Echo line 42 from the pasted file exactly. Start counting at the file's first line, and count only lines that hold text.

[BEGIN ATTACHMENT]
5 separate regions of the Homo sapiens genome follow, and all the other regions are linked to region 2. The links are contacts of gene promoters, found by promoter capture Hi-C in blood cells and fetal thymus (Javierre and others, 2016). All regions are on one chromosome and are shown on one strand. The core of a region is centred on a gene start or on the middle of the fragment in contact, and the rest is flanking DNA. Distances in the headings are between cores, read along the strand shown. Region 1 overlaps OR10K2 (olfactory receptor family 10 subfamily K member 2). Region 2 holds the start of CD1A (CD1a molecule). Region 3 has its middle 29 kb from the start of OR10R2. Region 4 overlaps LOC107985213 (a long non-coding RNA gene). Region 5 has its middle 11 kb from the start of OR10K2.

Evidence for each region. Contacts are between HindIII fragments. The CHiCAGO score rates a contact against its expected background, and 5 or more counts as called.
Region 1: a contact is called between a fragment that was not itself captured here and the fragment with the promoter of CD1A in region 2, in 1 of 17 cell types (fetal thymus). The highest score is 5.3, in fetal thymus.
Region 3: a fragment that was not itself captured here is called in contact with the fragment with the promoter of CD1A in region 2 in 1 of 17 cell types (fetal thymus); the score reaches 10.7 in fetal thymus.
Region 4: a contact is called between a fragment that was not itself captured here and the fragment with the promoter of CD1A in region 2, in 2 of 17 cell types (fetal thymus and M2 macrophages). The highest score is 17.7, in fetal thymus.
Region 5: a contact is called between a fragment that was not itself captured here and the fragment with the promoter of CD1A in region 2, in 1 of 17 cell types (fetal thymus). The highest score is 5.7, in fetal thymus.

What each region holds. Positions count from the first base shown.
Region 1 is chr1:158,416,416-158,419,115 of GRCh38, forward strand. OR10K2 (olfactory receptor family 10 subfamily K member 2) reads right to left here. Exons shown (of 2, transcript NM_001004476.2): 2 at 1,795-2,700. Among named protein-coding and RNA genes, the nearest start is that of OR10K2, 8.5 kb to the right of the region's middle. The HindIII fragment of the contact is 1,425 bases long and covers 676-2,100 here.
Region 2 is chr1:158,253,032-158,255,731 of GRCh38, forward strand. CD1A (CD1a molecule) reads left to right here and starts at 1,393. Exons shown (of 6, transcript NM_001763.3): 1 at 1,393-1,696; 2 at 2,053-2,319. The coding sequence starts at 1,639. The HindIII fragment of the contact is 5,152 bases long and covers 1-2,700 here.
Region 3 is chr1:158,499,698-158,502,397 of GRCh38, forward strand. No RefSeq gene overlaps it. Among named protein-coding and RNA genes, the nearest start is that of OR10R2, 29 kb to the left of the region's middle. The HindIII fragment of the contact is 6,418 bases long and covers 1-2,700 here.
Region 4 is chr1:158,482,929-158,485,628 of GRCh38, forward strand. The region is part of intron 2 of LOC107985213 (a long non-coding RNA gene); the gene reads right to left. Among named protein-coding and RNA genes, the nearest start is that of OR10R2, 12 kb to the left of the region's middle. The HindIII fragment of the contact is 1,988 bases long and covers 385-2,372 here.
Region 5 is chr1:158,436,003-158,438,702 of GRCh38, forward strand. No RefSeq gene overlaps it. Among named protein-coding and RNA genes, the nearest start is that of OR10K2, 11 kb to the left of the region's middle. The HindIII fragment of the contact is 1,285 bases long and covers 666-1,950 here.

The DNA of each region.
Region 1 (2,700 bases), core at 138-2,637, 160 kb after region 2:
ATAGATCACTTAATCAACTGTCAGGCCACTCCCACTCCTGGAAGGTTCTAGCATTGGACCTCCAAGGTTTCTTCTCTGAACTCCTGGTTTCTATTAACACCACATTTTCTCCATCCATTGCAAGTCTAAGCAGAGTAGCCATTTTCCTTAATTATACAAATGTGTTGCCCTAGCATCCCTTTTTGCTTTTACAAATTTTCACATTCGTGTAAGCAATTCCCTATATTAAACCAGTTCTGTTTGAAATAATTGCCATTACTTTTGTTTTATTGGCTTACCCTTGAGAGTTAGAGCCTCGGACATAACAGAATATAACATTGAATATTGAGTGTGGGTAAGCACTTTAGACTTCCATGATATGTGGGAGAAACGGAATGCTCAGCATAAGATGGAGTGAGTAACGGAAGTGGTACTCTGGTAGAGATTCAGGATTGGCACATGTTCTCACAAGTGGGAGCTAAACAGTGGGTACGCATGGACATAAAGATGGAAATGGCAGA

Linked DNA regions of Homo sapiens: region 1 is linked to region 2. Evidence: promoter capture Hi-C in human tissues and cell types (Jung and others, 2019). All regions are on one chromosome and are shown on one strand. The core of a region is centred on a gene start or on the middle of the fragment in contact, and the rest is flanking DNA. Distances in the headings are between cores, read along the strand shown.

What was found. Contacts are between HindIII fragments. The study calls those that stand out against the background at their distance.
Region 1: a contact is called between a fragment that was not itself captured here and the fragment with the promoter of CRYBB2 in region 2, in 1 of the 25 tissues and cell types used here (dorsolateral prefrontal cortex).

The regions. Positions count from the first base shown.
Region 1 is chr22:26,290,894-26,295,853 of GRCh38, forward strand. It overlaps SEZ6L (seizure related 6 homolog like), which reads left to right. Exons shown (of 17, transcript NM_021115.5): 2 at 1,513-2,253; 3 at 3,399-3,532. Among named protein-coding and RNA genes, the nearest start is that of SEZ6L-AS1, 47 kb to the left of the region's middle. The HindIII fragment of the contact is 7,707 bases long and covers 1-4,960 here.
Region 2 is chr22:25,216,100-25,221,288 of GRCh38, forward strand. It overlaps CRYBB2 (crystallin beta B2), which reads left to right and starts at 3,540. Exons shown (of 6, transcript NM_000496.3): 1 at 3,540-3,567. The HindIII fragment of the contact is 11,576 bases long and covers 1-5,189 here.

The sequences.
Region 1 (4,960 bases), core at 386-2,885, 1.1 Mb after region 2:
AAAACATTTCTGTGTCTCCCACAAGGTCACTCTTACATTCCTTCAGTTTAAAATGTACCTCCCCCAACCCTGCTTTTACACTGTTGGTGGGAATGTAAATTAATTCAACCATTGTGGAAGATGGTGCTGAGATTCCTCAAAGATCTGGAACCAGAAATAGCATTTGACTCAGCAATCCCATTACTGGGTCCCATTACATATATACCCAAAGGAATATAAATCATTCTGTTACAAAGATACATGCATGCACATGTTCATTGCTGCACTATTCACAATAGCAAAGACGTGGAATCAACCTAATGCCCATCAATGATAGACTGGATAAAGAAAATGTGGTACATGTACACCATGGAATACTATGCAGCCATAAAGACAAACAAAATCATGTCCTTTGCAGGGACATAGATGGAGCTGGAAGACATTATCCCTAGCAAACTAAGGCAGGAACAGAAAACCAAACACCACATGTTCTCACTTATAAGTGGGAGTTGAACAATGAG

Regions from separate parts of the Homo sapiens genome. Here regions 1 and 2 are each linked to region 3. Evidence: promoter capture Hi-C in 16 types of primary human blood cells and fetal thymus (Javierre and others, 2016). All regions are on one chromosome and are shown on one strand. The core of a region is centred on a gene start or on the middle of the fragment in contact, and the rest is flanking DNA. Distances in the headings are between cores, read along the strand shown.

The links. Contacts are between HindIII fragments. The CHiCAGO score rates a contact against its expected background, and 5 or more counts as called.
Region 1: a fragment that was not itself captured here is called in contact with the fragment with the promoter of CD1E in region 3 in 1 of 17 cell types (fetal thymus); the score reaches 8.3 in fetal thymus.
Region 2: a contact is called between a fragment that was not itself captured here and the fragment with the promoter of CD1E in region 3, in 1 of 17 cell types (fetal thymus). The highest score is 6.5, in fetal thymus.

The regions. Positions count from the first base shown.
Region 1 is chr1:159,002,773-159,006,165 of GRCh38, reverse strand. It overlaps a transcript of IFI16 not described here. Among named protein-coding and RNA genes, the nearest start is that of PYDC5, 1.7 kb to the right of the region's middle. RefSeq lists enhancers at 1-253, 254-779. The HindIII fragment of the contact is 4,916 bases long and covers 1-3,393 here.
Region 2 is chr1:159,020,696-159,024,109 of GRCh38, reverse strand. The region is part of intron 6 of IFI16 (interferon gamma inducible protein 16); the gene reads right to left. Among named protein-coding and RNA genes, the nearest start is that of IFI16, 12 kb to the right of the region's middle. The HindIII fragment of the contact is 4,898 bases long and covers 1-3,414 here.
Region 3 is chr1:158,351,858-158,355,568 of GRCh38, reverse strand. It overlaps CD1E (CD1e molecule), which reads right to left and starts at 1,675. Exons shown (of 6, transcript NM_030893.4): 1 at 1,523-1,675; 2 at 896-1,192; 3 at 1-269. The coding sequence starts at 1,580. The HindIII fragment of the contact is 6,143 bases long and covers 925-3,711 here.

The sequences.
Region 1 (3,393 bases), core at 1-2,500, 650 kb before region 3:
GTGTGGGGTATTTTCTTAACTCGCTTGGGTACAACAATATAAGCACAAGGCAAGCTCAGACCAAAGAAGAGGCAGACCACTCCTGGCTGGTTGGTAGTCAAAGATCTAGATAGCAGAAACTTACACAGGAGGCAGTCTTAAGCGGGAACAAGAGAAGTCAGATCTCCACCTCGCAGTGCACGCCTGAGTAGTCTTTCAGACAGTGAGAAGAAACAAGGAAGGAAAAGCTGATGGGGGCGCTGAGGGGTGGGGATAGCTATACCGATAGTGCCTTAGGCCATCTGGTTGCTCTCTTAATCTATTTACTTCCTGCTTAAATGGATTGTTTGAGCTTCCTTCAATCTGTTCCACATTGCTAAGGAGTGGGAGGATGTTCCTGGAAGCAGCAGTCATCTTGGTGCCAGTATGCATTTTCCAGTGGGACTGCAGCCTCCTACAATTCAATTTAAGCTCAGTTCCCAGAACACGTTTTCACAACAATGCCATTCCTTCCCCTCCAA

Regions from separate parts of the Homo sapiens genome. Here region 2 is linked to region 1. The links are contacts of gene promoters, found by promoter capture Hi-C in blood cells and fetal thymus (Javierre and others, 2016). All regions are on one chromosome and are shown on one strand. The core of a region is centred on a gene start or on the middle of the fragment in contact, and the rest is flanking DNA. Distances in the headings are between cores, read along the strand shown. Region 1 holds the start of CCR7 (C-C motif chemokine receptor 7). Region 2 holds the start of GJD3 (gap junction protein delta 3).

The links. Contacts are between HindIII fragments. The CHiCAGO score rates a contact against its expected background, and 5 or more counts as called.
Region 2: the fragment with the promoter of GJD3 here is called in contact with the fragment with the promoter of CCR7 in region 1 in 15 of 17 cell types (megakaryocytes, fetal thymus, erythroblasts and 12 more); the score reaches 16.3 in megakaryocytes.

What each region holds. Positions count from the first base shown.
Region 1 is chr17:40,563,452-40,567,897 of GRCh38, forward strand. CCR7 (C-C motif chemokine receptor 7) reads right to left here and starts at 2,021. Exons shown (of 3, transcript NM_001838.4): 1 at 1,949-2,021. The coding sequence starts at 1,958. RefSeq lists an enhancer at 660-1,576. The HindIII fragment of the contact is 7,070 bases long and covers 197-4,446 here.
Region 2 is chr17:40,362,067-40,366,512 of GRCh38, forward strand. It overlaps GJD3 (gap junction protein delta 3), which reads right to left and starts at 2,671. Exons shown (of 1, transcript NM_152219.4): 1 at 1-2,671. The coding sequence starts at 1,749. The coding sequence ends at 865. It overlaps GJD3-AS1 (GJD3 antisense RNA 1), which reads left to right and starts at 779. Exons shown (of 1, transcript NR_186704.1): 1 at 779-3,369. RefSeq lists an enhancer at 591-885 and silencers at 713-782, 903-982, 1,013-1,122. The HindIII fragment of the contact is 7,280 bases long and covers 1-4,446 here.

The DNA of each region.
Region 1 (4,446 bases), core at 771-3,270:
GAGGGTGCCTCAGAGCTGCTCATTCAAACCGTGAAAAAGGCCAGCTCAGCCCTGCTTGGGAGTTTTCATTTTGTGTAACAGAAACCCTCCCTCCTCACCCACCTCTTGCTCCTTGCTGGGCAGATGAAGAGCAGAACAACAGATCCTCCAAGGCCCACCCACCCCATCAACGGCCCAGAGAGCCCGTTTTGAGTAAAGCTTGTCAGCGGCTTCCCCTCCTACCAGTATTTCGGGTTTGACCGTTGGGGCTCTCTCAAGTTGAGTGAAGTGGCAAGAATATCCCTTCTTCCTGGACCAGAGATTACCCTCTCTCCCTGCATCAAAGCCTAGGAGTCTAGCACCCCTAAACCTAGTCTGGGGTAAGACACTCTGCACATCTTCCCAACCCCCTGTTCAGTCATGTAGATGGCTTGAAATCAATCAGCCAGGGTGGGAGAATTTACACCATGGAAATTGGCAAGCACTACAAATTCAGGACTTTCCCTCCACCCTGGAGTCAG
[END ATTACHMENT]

The DNA of each region.